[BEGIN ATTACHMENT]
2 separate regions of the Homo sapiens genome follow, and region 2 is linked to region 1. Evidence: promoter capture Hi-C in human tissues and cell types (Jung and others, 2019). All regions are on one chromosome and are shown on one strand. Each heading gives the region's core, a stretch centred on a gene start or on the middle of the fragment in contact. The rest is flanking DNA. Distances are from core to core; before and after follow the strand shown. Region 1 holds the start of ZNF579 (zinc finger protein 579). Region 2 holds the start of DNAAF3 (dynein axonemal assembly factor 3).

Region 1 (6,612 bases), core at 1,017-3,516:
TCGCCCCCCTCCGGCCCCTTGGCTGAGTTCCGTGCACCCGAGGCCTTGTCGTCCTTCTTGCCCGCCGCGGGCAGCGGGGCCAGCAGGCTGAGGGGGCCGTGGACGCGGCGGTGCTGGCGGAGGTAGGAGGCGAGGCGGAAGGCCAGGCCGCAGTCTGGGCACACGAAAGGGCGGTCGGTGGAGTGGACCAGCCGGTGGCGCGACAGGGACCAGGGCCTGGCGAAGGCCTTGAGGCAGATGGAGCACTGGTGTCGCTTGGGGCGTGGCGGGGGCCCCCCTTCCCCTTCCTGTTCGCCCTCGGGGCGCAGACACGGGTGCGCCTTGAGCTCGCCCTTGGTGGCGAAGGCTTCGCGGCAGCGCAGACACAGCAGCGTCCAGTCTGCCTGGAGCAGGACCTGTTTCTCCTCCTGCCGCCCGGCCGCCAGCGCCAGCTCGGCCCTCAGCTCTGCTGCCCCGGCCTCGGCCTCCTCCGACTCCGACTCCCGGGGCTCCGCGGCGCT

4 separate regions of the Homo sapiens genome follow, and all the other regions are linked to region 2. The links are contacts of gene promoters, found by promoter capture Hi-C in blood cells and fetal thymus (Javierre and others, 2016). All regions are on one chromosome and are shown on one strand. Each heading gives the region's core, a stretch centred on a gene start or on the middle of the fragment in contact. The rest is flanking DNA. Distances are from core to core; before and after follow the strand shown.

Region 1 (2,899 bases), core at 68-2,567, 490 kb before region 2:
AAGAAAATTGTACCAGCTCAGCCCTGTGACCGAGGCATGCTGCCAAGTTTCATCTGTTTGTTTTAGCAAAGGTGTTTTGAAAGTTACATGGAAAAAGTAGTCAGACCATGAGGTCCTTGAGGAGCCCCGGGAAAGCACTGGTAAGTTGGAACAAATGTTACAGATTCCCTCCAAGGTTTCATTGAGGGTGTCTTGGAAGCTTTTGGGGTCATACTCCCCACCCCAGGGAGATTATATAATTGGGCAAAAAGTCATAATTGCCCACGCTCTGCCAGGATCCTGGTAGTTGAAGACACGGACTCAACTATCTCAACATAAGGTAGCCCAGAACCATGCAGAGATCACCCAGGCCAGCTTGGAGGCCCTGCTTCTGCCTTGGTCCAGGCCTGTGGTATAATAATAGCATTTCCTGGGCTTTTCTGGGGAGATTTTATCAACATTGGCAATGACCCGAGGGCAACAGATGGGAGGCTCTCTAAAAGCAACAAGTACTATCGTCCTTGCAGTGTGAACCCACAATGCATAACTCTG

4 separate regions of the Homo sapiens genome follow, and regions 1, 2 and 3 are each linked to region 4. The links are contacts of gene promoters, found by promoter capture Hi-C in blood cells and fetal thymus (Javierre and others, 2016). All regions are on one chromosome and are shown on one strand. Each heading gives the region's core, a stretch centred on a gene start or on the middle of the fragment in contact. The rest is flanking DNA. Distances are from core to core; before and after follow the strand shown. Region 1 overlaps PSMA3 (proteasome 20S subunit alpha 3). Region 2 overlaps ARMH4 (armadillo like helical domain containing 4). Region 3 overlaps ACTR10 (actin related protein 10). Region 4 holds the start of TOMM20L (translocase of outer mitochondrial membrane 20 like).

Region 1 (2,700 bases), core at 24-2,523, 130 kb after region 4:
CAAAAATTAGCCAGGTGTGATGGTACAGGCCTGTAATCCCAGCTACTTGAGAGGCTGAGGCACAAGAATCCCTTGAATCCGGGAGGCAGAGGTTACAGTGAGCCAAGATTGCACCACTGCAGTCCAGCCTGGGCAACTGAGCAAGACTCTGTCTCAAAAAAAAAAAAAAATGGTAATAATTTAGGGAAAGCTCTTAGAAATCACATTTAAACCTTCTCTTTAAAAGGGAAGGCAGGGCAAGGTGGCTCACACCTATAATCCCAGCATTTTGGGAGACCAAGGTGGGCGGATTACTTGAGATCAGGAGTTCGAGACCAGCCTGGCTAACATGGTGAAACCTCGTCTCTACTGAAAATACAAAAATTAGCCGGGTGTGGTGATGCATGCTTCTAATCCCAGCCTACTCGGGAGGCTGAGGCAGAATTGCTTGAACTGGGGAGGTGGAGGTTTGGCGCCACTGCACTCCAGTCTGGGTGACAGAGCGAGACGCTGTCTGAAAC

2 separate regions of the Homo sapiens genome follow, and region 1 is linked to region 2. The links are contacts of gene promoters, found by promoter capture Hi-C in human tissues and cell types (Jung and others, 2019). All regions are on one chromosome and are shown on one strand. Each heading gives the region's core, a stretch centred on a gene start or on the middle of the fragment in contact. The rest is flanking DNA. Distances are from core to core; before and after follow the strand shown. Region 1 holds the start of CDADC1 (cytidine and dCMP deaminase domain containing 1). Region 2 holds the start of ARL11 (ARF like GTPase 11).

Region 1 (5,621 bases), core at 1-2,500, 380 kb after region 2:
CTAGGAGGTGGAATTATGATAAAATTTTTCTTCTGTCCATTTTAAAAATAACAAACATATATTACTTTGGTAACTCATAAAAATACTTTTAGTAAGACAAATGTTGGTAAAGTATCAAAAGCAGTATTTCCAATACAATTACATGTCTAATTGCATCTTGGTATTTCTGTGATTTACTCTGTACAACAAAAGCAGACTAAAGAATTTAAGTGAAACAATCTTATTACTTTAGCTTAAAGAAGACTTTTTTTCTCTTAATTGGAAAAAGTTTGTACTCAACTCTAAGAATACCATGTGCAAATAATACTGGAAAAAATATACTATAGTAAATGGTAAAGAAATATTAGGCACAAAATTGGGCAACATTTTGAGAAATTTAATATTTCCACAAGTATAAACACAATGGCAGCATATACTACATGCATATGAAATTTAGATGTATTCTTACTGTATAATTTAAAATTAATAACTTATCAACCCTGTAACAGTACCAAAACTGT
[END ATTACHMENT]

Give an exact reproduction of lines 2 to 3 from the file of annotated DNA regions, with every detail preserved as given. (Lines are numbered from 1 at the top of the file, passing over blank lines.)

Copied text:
Region 1 (6,612 bases), core at 1,017-3,516:
TCGCCCCCCTCCGGCCCCTTGGCTGAGTTCCGTGCACCCGAGGCCTTGTCGTCCTTCTTGCCCGCCGCGGGCAGCGGGGCCAGCAGGCTGAGGGGGCCGTGGACGCGGCGGTGCTGGCGGAGGTAGGAGGCGAGGCGGAAGGCCAGGCCGCAGTCTGGGCACACGAAAGGGCGGTCGGTGGAGTGGACCAGCCGGTGGCGCGACAGGGACCAGGGCCTGGCGAAGGCCTTGAGGCAGATGGAGCACTGGTGTCGCTTGGGGCGTGGCGGGGGCCCCCCTTCCCCTTCCTGTTCGCCCTCGGGGCGCAGACACGGGTGCGCCTTGAGCTCGCCCTTGGTGGCGAAGGCTTCGCGGCAGCGCAGACACAGCAGCGTCCAGTCTGCCTGGAGCAGGACCTGTTTCTCCTCCTGCCGCCCGGCCGCCAGCGCCAGCTCGGCCCTCAGCTCTGCTGCCCCGGCCTCGGCCTCCTCCGACTCCGACTCCCGGGGCTCCGCGGCGCT